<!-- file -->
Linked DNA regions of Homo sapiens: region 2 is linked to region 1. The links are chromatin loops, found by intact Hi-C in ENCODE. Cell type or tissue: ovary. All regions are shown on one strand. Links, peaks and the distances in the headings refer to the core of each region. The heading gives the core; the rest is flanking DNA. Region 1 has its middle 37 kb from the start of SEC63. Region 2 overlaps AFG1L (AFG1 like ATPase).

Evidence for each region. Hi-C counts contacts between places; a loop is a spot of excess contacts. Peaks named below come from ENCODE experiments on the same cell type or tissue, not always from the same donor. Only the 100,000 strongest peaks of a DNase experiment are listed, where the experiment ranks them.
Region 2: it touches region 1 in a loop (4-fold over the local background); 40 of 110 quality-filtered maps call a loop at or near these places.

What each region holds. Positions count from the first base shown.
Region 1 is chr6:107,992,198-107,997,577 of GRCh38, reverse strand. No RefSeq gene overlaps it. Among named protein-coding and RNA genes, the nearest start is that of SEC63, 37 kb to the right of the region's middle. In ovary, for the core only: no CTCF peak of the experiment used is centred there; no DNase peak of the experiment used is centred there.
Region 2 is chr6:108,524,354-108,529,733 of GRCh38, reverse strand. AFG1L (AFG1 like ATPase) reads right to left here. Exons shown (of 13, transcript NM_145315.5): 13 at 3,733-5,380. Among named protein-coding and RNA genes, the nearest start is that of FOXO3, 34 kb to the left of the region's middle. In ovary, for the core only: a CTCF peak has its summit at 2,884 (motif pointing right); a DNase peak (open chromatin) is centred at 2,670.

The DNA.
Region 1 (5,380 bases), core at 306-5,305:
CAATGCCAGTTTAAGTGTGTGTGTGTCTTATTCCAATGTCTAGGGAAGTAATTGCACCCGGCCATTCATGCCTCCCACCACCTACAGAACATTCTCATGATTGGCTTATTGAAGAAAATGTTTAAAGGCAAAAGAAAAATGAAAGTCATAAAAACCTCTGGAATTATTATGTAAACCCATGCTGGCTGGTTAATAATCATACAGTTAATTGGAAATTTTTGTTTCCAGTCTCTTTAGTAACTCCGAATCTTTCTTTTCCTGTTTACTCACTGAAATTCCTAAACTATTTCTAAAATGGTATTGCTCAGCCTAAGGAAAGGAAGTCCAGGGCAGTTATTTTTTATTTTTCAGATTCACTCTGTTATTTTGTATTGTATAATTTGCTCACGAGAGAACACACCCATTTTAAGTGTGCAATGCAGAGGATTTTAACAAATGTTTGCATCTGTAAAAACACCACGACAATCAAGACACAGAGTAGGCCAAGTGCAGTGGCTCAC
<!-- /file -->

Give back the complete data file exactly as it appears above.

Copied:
Linked DNA regions of Homo sapiens: region 2 is linked to region 1. The links are chromatin loops, found by intact Hi-C in ENCODE. Cell type or tissue: ovary. All regions are shown on one strand. Links, peaks and the distances in the headings refer to the core of each region. The heading gives the core; the rest is flanking DNA. Region 1 has its middle 37 kb from the start of SEC63. Region 2 overlaps AFG1L (AFG1 like ATPase).

Evidence for each region. Hi-C counts contacts between places; a loop is a spot of excess contacts. Peaks named below come from ENCODE experiments on the same cell type or tissue, not always from the same donor. Only the 100,000 strongest peaks of a DNase experiment are listed, where the experiment ranks them.
Region 2: it touches region 1 in a loop (4-fold over the local background); 40 of 110 quality-filtered maps call a loop at or near these places.

What each region holds. Positions count from the first base shown.
Region 1 is chr6:107,992,198-107,997,577 of GRCh38, reverse strand. No RefSeq gene overlaps it. Among named protein-coding and RNA genes, the nearest start is that of SEC63, 37 kb to the right of the region's middle. In ovary, for the core only: no CTCF peak of the experiment used is centred there; no DNase peak of the experiment used is centred there.
Region 2 is chr6:108,524,354-108,529,733 of GRCh38, reverse strand. AFG1L (AFG1 like ATPase) reads right to left here. Exons shown (of 13, transcript NM_145315.5): 13 at 3,733-5,380. Among named protein-coding and RNA genes, the nearest start is that of FOXO3, 34 kb to the left of the region's middle. In ovary, for the core only: a CTCF peak has its summit at 2,884 (motif pointing right); a DNase peak (open chromatin) is centred at 2,670.

The DNA.
Region 1 (5,380 bases), core at 306-5,305:
CAATGCCAGTTTAAGTGTGTGTGTGTCTTATTCCAATGTCTAGGGAAGTAATTGCACCCGGCCATTCATGCCTCCCACCACCTACAGAACATTCTCATGATTGGCTTATTGAAGAAAATGTTTAAAGGCAAAAGAAAAATGAAAGTCATAAAAACCTCTGGAATTATTATGTAAACCCATGCTGGCTGGTTAATAATCATACAGTTAATTGGAAATTTTTGTTTCCAGTCTCTTTAGTAACTCCGAATCTTTCTTTTCCTGTTTACTCACTGAAATTCCTAAACTATTTCTAAAATGGTATTGCTCAGCCTAAGGAAAGGAAGTCCAGGGCAGTTATTTTTTATTTTTCAGATTCACTCTGTTATTTTGTATTGTATAATTTGCTCACGAGAGAACACACCCATTTTAAGTGTGCAATGCAGAGGATTTTAACAAATGTTTGCATCTGTAAAAACACCACGACAATCAAGACACAGAGTAGGCCAAGTGCAGTGGCTCAC